Audio Engineering

Building your Career – Be Organized and Reliable

Comments (4)
  1. Toby says:

    ‘…Christmas and New Year’s break.’ …said Warren sat in his studio, recording a video for his youtube channel. Break? Huh?

  2. Toby says:

    Having sold designs through a bunch of Zazzle Stores for a few years now, social networking is something I’m all too familiar with. It is, no doubt, a fantastic tool. It is also, in my experience, a bit of a trap. It’s very easy to convince yourself that you’re working, when in fact you’re just engaged in what a like to call ‘the social media circle jerk’ : ‘I’ll comment on yours, if you’ll comment on mine’.

    That what I have learned (used to teach English) :

    1. Try all types of social media and find the ones that suit you and your business.

    2. Update regularly, but don’t use automatic updaters (or if you do, do so sparingly) . People tend to ignore auto content and will start to ‘tune out’ your posts.

    3. Update regularly with quality, relevant or failing that, positive and personal content. Don’t share for the sake of sharing and remember, your professional profile is not the same as your personal. Your mates my find the latest ‘people falling over’ youtube compilation funny, but it has nothing to do with music.

    4. Don’t swear! Everything on your feed should be ‘Family Friendly’. If you post a song, which has explicit lyrics in it etc… give a clear warning. A lot people check their social media in front of their kids and / or are offended by bad language / adult content. I have a simple rule for social media : If you wouldn’t put it in the family Christmas letter, don’t put it online.

    5. Be personal, but not too personal. Your social media presence should be the ‘shiny happy’ version of you. Most people in the Academy probably think of me as a positive person (at least I hope they do). Equally I hope they’d be surprised to learn I have a very severe case of chronic anxiety / depression. Believe me, I have my dark days and my dark thoughts. …but they need to be put to one side when online and, indeed, when dealing with people in general.

    6. Be sincere. I do a lot of sharing, posting and support of Little Empire. And I know that – bottom line – all of that is good for me. …buuut, I do it because I’m a huge fan of the band. I really love their music. Equally if I don’t like something, I say so. I said as much to Sheldon about his mix of Stronger. I felt it was overhyped. But I made it clear that I had a huge amount of respect for his technical skill as a mixer and that at the end of the day… that’s just my personal taste. I’m just an aging grunge rocker who likes noise and loud and noise.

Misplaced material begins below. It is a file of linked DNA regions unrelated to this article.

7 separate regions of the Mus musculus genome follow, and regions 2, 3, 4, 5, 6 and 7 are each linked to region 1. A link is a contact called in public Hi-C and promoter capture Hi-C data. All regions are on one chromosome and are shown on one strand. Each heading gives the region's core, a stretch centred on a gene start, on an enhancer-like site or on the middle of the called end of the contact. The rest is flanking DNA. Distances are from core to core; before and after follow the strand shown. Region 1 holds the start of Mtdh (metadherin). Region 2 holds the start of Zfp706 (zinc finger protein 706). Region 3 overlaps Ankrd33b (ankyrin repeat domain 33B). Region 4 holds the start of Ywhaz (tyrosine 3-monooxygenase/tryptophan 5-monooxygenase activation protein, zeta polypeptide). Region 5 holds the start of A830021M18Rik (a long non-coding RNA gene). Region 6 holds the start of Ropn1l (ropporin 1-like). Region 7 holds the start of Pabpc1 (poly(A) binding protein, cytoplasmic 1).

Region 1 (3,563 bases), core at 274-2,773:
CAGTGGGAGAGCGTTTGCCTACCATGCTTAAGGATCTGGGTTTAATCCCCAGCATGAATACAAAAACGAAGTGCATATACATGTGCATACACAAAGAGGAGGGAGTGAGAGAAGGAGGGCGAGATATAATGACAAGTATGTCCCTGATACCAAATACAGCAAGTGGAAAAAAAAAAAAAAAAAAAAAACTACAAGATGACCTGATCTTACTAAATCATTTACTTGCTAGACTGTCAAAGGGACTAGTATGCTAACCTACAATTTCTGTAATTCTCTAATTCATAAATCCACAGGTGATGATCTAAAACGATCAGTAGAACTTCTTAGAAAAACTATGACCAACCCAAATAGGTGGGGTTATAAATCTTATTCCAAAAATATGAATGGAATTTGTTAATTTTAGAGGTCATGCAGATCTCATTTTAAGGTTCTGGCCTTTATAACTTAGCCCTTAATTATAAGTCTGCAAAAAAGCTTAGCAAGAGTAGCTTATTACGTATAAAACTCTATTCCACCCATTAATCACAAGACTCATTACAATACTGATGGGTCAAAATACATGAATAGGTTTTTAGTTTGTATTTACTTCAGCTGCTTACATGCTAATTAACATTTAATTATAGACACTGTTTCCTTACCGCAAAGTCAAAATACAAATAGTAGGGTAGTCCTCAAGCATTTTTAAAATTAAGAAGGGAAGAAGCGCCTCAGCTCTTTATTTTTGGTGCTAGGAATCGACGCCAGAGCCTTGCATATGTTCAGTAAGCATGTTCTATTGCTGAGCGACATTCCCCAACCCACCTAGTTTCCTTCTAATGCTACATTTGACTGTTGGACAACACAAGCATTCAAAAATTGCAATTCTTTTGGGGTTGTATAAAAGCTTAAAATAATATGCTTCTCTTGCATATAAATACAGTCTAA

My point is, don’t be superduper positive about everything – it’s meaningless. ….but if you don’t like something, you can still express it in a constructive, positive way. If you do have say something critical, take a moment to read your post before putting it online. Look at the overall balance of what you have written, does it feel negative or positive? Always try to say something that is more positive than negative on balance.

    7. Don’t put too much stock in ‘Lists of Tips for Social Networking’ 😉 Find your own way with it. Remember, your social presence is an extension of your own personality. You have to find what works for you.

    1. thedove says:

      Wise words my friend!

      I try to come across as positive and friendly and also try to ensure that I simply offering an opinion based on my tastes and nothing else . I always refer others to people like yourself if they want technical advice as, although I have an ear, half the time I’m flying by the seat of my pants!

      1. Toby says:

        @plap-disqus-8613985ec49eb8f757ae6439e879bb2a:disqus you make a good point about the technical advice… it’s very easy to get carried away and either totally misunderstand what’s actually causing the problem you’re hearing or end up telling the other mixer how they should mix their mix.

        I try to start with what I like and don’t like and go from there… I think even with technical advice, it’s still just personal taste at the end of the day.

        The more I mix, the more I realise that you can handle the frequencies and dynamics in so many different ways, it’s difficult to take your own methodology and apply it to someone else’s mix – you run a very high chance of just confusing them.

        I’ve always found your feedback to be spot on about my mixes. Your feedback on my Motorhead mix made me go back and redo quite a lot – including starting from scratch with the bassline.

        Learned loads on that mix… there’s really nowhere to hide with it… if your mix sounds rubbish, you’ve only yourself to blame 😉

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